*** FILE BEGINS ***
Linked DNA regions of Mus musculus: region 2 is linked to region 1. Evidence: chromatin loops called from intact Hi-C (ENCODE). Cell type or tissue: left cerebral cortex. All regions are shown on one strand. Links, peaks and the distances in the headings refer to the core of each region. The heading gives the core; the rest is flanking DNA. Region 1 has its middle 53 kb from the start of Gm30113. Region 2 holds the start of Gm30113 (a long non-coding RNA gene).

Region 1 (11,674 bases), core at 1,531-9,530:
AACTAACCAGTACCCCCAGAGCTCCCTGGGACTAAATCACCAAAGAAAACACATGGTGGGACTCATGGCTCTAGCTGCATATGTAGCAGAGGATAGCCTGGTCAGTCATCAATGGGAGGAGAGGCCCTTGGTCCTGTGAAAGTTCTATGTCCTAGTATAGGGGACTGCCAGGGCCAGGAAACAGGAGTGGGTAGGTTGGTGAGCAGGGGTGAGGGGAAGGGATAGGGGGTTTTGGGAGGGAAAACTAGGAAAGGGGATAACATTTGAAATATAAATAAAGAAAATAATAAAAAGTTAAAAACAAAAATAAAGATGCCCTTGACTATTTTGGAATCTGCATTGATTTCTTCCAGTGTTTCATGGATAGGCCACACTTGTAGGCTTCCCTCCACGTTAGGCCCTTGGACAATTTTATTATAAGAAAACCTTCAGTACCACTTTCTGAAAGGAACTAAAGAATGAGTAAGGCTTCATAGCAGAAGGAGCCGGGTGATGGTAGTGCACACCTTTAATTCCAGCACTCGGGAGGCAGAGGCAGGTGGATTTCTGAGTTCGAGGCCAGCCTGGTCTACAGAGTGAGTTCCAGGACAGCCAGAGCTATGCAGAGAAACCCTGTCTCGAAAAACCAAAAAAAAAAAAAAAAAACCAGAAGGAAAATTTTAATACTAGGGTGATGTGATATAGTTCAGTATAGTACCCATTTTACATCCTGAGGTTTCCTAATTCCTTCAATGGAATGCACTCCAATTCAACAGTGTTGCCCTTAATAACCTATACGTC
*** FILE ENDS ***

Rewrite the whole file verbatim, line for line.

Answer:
Linked DNA regions of Mus musculus: region 2 is linked to region 1. Evidence: chromatin loops called from intact Hi-C (ENCODE). Cell type or tissue: left cerebral cortex. All regions are shown on one strand. Links, peaks and the distances in the headings refer to the core of each region. The heading gives the core; the rest is flanking DNA. Region 1 has its middle 53 kb from the start of Gm30113. Region 2 holds the start of Gm30113 (a long non-coding RNA gene).

Region 1 (11,674 bases), core at 1,531-9,530:
AACTAACCAGTACCCCCAGAGCTCCCTGGGACTAAATCACCAAAGAAAACACATGGTGGGACTCATGGCTCTAGCTGCATATGTAGCAGAGGATAGCCTGGTCAGTCATCAATGGGAGGAGAGGCCCTTGGTCCTGTGAAAGTTCTATGTCCTAGTATAGGGGACTGCCAGGGCCAGGAAACAGGAGTGGGTAGGTTGGTGAGCAGGGGTGAGGGGAAGGGATAGGGGGTTTTGGGAGGGAAAACTAGGAAAGGGGATAACATTTGAAATATAAATAAAGAAAATAATAAAAAGTTAAAAACAAAAATAAAGATGCCCTTGACTATTTTGGAATCTGCATTGATTTCTTCCAGTGTTTCATGGATAGGCCACACTTGTAGGCTTCCCTCCACGTTAGGCCCTTGGACAATTTTATTATAAGAAAACCTTCAGTACCACTTTCTGAAAGGAACTAAAGAATGAGTAAGGCTTCATAGCAGAAGGAGCCGGGTGATGGTAGTGCACACCTTTAATTCCAGCACTCGGGAGGCAGAGGCAGGTGGATTTCTGAGTTCGAGGCCAGCCTGGTCTACAGAGTGAGTTCCAGGACAGCCAGAGCTATGCAGAGAAACCCTGTCTCGAAAAACCAAAAAAAAAAAAAAAAAACCAGAAGGAAAATTTTAATACTAGGGTGATGTGATATAGTTCAGTATAGTACCCATTTTACATCCTGAGGTTTCCTAATTCCTTCAATGGAATGCACTCCAATTCAACAGTGTTGCCCTTAATAACCTATACGTC